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Is Your Market Research Toolkit Older Than You Are?

Changing customer behavior is changing the customer experience, to help marketers keep their market research toolkit relevant Suzy offers its tried & tested solutions

The past year has taken a drastic toll on the market research industry, primarily because consumer behaviors and needs have changed rapidly. Today, it can be hard to keep up with traditional survey measurements and a challenge to check in on consumers with in-person focus groups or other live qualitative interactions given the COVID-19 pandemic.

At the same time, the industry has seen faster-than-ever-changing market dynamics sparked by increasing political and social unrest. Consequently, brands are facing increasing pressure to understand their consumers and the fast pace at which their behaviors are changing.

A key principle when it comes to understanding consumer behavior from a market research perspective is the fundamental truth that “perception is reality” when it comes to what consumers say they do.

The reality is this: many brands struggle to decipher the difference between what their consumers say and what they actually do. Why? In many cases they’re using 70s-era market research tools that are obsolete and expensive nearly 50 years later.

Fortunately, today’s market research tools are more diverse and specialized than ever and provide a range of options for bridging the knowledge gap between what consumers say and what they do.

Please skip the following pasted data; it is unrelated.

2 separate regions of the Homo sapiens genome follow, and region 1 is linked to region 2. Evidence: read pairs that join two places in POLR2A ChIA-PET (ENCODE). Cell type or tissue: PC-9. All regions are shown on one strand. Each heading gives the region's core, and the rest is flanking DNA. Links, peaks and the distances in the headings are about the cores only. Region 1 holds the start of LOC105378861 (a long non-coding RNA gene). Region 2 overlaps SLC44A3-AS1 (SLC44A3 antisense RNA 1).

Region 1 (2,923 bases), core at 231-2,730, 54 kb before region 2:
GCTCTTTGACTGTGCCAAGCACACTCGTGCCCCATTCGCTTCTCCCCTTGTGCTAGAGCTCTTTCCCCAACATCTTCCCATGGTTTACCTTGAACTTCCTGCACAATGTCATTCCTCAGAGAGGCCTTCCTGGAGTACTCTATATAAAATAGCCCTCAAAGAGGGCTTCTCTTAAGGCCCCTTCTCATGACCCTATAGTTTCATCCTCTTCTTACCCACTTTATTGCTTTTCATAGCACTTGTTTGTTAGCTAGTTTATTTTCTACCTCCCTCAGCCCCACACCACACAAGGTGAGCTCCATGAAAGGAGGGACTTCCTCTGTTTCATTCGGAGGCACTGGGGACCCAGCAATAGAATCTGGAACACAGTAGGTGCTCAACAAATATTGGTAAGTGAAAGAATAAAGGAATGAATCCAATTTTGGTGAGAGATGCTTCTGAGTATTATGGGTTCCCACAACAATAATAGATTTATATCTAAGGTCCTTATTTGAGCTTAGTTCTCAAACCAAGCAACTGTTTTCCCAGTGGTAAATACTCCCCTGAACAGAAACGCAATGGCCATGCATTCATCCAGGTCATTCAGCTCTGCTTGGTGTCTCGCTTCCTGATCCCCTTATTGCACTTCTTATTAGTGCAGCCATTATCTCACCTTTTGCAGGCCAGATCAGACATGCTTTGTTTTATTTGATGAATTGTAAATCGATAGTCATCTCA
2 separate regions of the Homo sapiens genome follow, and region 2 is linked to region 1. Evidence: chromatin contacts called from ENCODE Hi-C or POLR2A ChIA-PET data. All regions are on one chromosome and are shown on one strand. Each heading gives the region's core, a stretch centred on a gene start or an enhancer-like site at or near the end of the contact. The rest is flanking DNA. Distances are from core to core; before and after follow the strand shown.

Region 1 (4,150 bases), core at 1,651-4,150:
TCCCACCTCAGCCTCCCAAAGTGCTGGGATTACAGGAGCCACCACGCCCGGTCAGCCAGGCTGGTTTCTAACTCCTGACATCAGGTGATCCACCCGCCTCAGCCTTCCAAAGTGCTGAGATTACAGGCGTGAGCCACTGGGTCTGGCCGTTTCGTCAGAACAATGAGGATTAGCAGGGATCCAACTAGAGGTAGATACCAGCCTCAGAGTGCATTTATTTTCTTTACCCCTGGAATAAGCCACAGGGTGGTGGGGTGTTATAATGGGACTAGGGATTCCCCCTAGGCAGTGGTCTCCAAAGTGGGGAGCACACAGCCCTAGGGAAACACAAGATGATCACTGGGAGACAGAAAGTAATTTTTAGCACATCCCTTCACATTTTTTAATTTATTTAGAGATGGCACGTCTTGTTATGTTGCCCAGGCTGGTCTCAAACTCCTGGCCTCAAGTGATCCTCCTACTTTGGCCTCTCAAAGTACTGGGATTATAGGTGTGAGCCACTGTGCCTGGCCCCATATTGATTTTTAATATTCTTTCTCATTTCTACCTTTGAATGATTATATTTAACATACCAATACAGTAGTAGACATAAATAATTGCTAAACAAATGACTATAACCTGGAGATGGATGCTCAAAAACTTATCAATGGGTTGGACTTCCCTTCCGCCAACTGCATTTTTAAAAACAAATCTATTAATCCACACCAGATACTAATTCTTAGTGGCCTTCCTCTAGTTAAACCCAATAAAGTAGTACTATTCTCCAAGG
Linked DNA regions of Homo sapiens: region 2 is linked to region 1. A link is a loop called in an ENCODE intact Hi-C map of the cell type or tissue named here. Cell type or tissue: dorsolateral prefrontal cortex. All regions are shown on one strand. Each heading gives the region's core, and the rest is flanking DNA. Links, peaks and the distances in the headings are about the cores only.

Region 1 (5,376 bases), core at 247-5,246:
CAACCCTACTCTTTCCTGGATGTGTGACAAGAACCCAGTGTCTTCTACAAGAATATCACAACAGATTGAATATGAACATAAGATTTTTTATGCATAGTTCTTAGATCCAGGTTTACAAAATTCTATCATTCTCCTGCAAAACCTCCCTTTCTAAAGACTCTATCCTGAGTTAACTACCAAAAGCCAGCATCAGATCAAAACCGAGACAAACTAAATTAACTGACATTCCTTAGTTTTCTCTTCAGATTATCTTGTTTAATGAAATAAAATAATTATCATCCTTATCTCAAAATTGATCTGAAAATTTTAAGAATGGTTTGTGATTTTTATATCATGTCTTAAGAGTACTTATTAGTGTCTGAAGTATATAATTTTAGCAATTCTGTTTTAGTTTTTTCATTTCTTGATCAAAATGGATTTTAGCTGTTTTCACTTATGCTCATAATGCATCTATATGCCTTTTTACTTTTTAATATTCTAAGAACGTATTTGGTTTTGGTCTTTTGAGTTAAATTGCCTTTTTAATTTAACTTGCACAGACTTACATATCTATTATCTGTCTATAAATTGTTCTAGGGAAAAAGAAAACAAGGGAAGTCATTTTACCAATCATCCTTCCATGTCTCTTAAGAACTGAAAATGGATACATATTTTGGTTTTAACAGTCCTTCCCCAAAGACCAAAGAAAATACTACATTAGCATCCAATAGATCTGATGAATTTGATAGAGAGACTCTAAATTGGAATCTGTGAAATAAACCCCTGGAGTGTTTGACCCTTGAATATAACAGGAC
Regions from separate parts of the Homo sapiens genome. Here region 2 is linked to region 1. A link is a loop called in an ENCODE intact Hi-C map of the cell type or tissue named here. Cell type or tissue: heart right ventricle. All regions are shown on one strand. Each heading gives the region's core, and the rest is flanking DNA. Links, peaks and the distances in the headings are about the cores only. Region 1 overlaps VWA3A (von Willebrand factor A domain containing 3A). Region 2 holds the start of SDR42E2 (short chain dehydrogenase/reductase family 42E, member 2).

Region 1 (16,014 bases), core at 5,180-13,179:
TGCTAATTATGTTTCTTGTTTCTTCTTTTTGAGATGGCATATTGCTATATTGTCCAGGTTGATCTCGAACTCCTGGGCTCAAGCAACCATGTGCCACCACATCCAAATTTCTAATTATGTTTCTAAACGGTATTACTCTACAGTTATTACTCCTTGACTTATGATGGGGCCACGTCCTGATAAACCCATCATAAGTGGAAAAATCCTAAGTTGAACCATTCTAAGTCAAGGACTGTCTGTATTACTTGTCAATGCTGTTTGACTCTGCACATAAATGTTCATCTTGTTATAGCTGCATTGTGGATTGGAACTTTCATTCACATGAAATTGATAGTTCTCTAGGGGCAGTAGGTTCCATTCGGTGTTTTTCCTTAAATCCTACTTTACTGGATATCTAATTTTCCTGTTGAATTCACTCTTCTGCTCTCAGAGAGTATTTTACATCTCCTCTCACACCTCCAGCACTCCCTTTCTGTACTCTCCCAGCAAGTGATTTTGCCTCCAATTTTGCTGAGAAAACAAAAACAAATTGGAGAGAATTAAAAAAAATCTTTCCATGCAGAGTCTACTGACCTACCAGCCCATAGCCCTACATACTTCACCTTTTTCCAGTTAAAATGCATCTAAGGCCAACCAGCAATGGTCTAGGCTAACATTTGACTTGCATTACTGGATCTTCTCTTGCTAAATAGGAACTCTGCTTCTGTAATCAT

Unlike some of the original market research solutions that rely on normative databases – which were effective at the time when consumer behavior was relatively stable – the latest tools provide brands with ample opportunities to capture a deeper understanding of ever-shifting behavior through observational datasets generated within the digital landscape. Leveraging these tools is key for today’s brands in their efforts to stay relevant during turbulent times and beyond.

In fact, market researchers should look at these uncertain times as an opportunity to adopt new methods that can ensure they remain relevant in the industry, starting with their toolkits. Tools that use data science and advanced data analytics can drive a company’s get-keep-grow strategies now and in the future.

Incorporating Latent Variables

 With the adoption of techstacks that bring together wide ranges of quantitative observational data sets such as consumption trends, campaign metrics and social listening patterns, brands can derive new insight about consumers at a scale that enables predictive modeling. There is a critical role for the market researcher to play in this data driven world, and that is to provide the latent variables derived from consumer research that provide context to growing streams of observational data.

Latent variables, or the influences of a measured observation that can’t be directly observed is where today’s market researchers can add significant value.

Latent variables are descriptions of experiences that consumers can easily describe or understand within the sense of a traditional survey design. Brand and product perceptions, category attitudes, emotional/functional need states and even usage impressions can all become measurable “latent variables” that add value when leveraging data streams into predictive models. How? By providing the attributes that serve as context to the consumption and campaign data.

The antiquated industry rule, “you should never ask a respondent something that can be observed,” needs to be redefined. It’s a very different world today than when the market research industry first emerged.  You can observe, measure and track a wide range of purchase behaviors, so asking consumers about the experiences leading up to those purchase moments can provide the data that allows brands to predict future behaviors and bridge the gap between what consumers say and do.